In the early 20th century, Chinese people in B.C. couldn't vote, couldn't own property, and often couldn't get work.
Now government officials are asking the public for input on exactly how to apologize for these wrongs.
The CBC's Elaine Chau spoke to three Chinese-Canadians about what an apology would mean for them.
Bill Wong, owner of Modernize Tailors
Bill Wong has lived through his share of racism. His dad, Kung Lai Wong, paid a $500 head tax to come to Vancouver. Growing up, Wong was excluded from many activities others had access to, such as swimming at the public pool.
After he earned an engineering degree from UBC in the mid-1940s, he soon found out, he couldn't use it because no firm would consider hiring him at the time.
"I was discouraged from applying for a job interview. The recruiters would talk to my class president and say, 'Ah! See that Chinese boy at the back there? Tell him not to come in for an interview. Otherwise, we'll both be embarrassed.'"
Despite his encounters with racism, Bill questions the need for an apology.
"Things are improving already, and I don't know whether an apology is necessary."
Brandt Louie, president H.Y Louie Group.
For the Louie family, the discrimination at the time had an impact on business. When his grandfather, H.Y Louie, first started his grocery business in 1903 his company was banned from buying sugar from the Rogers Sugar company.
Louie is supportive of an apology, but he "doesn't know what the right answer is".
"Chinese immigrants who came at that time knew there was a head tax, and the reason they still came, even not understanding the language and the culture...they still felt they had a better future coming here than staying where they were,"he says.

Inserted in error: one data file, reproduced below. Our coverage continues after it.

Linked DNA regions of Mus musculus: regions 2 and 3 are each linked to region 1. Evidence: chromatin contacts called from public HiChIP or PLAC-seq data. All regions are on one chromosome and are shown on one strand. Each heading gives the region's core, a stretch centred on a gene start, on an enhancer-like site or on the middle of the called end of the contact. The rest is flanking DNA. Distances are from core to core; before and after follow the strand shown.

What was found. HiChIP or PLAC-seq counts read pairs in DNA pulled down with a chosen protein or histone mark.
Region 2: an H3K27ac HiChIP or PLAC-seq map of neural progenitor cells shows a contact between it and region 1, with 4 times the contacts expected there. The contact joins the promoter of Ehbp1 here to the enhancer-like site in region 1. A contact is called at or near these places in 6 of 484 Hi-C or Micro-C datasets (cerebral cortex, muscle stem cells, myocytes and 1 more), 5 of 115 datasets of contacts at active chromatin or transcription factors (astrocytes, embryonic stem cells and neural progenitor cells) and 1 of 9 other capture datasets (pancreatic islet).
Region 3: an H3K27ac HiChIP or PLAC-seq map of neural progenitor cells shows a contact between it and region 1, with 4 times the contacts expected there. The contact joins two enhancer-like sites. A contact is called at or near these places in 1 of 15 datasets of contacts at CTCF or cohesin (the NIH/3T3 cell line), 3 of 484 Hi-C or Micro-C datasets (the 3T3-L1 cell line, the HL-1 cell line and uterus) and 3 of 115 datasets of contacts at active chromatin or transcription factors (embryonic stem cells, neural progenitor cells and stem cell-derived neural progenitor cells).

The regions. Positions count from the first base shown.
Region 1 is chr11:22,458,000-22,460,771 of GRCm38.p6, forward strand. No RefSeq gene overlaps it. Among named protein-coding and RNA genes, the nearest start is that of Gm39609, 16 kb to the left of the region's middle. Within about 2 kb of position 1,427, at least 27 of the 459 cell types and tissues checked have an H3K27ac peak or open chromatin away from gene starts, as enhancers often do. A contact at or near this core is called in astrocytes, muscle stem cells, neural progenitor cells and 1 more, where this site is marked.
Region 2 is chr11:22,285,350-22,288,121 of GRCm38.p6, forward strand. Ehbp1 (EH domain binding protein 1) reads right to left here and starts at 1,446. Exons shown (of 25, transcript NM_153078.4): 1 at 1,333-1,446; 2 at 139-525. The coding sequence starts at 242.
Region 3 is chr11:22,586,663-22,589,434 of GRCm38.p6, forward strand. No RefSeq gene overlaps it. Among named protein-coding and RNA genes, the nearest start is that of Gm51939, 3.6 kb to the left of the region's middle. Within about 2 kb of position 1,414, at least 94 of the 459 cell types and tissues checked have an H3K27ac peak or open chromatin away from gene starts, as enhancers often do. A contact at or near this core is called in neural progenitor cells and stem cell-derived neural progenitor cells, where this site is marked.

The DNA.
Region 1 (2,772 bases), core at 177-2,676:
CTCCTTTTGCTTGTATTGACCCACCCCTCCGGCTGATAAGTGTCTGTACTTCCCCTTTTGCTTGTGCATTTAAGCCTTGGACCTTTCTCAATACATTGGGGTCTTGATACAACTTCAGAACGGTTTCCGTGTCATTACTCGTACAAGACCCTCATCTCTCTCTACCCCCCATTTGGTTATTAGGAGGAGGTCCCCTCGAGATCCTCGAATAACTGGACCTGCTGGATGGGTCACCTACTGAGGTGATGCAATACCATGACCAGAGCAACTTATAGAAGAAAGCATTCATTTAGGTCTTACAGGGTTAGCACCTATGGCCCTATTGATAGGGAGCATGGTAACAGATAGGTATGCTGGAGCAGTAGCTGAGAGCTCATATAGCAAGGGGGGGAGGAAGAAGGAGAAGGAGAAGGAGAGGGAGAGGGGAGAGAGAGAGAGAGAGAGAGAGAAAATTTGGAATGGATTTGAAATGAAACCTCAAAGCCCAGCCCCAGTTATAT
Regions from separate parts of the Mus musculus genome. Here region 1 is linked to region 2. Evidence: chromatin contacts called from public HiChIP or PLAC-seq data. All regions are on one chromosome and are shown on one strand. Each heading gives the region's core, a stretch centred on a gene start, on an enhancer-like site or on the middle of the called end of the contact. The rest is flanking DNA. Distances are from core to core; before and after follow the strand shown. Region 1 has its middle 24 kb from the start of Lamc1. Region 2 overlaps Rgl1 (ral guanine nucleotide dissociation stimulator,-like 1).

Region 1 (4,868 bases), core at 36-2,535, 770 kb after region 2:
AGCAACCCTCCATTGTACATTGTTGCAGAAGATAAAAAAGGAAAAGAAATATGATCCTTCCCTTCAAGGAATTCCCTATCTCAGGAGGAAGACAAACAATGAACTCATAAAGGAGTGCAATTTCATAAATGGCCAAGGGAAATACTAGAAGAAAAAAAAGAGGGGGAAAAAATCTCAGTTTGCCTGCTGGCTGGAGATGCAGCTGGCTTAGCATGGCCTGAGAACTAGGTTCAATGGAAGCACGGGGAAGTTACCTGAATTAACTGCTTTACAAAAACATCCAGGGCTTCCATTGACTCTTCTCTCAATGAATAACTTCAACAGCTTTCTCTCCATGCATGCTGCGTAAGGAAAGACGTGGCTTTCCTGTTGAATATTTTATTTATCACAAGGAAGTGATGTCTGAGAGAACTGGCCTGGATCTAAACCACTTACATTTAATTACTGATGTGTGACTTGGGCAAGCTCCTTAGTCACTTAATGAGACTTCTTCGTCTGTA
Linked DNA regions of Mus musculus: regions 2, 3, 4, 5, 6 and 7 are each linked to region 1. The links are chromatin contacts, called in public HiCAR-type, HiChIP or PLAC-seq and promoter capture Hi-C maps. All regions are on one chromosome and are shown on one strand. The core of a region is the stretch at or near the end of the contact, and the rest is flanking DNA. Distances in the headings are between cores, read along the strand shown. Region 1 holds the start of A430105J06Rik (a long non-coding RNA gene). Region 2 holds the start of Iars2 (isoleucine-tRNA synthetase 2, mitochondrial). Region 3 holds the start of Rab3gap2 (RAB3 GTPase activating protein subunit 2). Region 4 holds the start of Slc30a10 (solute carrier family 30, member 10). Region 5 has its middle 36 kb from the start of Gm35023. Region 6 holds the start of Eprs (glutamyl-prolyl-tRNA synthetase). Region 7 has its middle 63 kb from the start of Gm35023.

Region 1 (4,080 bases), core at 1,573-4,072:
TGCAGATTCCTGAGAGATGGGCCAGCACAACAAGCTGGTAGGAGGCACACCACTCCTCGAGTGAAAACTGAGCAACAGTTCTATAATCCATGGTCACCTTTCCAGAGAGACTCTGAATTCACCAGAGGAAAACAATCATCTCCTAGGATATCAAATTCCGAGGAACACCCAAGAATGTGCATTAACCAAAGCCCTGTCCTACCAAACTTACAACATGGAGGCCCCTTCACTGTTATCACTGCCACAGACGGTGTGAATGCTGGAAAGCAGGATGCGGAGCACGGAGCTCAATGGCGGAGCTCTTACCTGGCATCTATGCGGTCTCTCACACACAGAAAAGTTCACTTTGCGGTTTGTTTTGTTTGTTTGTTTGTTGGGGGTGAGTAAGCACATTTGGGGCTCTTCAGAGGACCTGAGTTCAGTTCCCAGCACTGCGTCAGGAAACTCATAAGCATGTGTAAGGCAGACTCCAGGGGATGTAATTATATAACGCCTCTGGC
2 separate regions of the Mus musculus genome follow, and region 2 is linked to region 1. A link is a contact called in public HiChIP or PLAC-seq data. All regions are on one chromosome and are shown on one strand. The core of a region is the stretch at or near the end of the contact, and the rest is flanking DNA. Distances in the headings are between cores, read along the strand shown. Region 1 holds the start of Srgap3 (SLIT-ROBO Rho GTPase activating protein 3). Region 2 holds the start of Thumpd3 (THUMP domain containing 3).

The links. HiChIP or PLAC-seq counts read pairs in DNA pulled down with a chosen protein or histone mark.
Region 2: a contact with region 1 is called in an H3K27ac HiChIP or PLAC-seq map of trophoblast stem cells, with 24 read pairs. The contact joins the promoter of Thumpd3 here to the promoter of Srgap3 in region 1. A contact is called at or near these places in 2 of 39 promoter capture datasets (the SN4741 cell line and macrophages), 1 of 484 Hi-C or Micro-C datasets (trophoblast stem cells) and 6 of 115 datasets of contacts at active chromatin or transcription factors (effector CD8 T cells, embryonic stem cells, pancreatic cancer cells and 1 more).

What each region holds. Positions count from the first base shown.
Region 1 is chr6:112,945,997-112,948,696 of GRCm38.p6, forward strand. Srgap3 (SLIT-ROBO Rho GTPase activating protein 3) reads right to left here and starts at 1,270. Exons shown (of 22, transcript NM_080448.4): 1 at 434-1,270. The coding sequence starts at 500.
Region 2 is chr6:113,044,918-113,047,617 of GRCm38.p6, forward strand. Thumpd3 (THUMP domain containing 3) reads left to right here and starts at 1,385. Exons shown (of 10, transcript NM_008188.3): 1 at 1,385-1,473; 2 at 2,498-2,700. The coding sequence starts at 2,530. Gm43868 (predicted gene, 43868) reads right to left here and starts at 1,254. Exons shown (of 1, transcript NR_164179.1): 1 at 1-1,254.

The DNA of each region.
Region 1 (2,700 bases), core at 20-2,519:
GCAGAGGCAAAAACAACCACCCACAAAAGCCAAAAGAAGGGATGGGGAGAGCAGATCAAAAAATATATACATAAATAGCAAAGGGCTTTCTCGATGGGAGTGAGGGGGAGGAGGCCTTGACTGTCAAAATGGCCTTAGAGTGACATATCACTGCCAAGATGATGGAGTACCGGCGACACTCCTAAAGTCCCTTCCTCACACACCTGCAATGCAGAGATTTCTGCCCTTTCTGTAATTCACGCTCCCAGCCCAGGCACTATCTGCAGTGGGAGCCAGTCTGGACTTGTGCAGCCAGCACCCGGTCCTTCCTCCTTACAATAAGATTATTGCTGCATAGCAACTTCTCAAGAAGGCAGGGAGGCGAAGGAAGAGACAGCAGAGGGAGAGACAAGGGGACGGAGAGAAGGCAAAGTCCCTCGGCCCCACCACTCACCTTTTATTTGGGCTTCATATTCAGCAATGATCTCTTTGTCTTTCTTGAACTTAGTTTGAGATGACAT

Brandt says the head tax along with other forms of legislated discrimination was the unfortunate price of admission to a better life.
Many immigrants families, like his own, persevered and overcame the racism at the time.
Suen Chan Seuh Chun, chair Head Tax Families Society of Canada
For Suen Chan Seuh Chun, a proper apology would have to include some form of financial redress. In her 80s now, Suen grew up with the impact of the head tax on her family. Her father paid a $500 dollar head tax to come to Canada, but returned to Hong Kong briefly to get married and start a family.
For many years, he could not afford to bring Suen, her siblings, and her mother to Canada, which meant the family was consistently separated. The burden of paying off the head tax also meant the Suen family lived in constant poverty.
Although all these individuals have different perspectives on the government's efforts to issue an apology, they all agree that more work needs to be done to ensure this dark history is not forgotten.
All are supportive of education programs that would teach future generations about the historical wrongs done to Chinese-Canadians.